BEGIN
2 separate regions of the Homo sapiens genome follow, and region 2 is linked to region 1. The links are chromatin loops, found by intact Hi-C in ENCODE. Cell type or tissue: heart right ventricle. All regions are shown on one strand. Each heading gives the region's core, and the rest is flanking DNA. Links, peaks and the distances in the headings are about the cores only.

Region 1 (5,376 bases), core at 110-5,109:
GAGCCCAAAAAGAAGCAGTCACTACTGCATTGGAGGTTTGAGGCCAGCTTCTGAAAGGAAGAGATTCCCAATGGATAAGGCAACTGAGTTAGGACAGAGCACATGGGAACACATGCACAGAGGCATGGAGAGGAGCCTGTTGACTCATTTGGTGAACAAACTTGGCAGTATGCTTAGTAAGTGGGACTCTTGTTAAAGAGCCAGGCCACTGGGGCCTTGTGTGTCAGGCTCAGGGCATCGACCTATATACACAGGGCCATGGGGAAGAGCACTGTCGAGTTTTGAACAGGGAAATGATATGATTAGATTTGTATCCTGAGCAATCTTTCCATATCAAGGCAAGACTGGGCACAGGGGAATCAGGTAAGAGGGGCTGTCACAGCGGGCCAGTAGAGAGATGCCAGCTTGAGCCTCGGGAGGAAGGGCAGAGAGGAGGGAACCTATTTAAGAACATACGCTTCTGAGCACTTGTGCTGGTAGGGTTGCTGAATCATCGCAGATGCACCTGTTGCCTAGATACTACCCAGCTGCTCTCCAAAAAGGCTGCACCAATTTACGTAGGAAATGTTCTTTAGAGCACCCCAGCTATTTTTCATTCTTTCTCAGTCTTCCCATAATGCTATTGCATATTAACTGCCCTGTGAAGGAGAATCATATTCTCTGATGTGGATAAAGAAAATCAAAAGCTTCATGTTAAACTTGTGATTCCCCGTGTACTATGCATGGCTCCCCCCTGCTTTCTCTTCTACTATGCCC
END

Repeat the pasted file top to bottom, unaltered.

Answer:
2 separate regions of the Homo sapiens genome follow, and region 2 is linked to region 1. The links are chromatin loops, found by intact Hi-C in ENCODE. Cell type or tissue: heart right ventricle. All regions are shown on one strand. Each heading gives the region's core, and the rest is flanking DNA. Links, peaks and the distances in the headings are about the cores only.

Region 1 (5,376 bases), core at 110-5,109:
GAGCCCAAAAAGAAGCAGTCACTACTGCATTGGAGGTTTGAGGCCAGCTTCTGAAAGGAAGAGATTCCCAATGGATAAGGCAACTGAGTTAGGACAGAGCACATGGGAACACATGCACAGAGGCATGGAGAGGAGCCTGTTGACTCATTTGGTGAACAAACTTGGCAGTATGCTTAGTAAGTGGGACTCTTGTTAAAGAGCCAGGCCACTGGGGCCTTGTGTGTCAGGCTCAGGGCATCGACCTATATACACAGGGCCATGGGGAAGAGCACTGTCGAGTTTTGAACAGGGAAATGATATGATTAGATTTGTATCCTGAGCAATCTTTCCATATCAAGGCAAGACTGGGCACAGGGGAATCAGGTAAGAGGGGCTGTCACAGCGGGCCAGTAGAGAGATGCCAGCTTGAGCCTCGGGAGGAAGGGCAGAGAGGAGGGAACCTATTTAAGAACATACGCTTCTGAGCACTTGTGCTGGTAGGGTTGCTGAATCATCGCAGATGCACCTGTTGCCTAGATACTACCCAGCTGCTCTCCAAAAAGGCTGCACCAATTTACGTAGGAAATGTTCTTTAGAGCACCCCAGCTATTTTTCATTCTTTCTCAGTCTTCCCATAATGCTATTGCATATTAACTGCCCTGTGAAGGAGAATCATATTCTCTGATGTGGATAAAGAAAATCAAAAGCTTCATGTTAAACTTGTGATTCCCCGTGTACTATGCATGGCTCCCCCCTGCTTTCTCTTCTACTATGCCC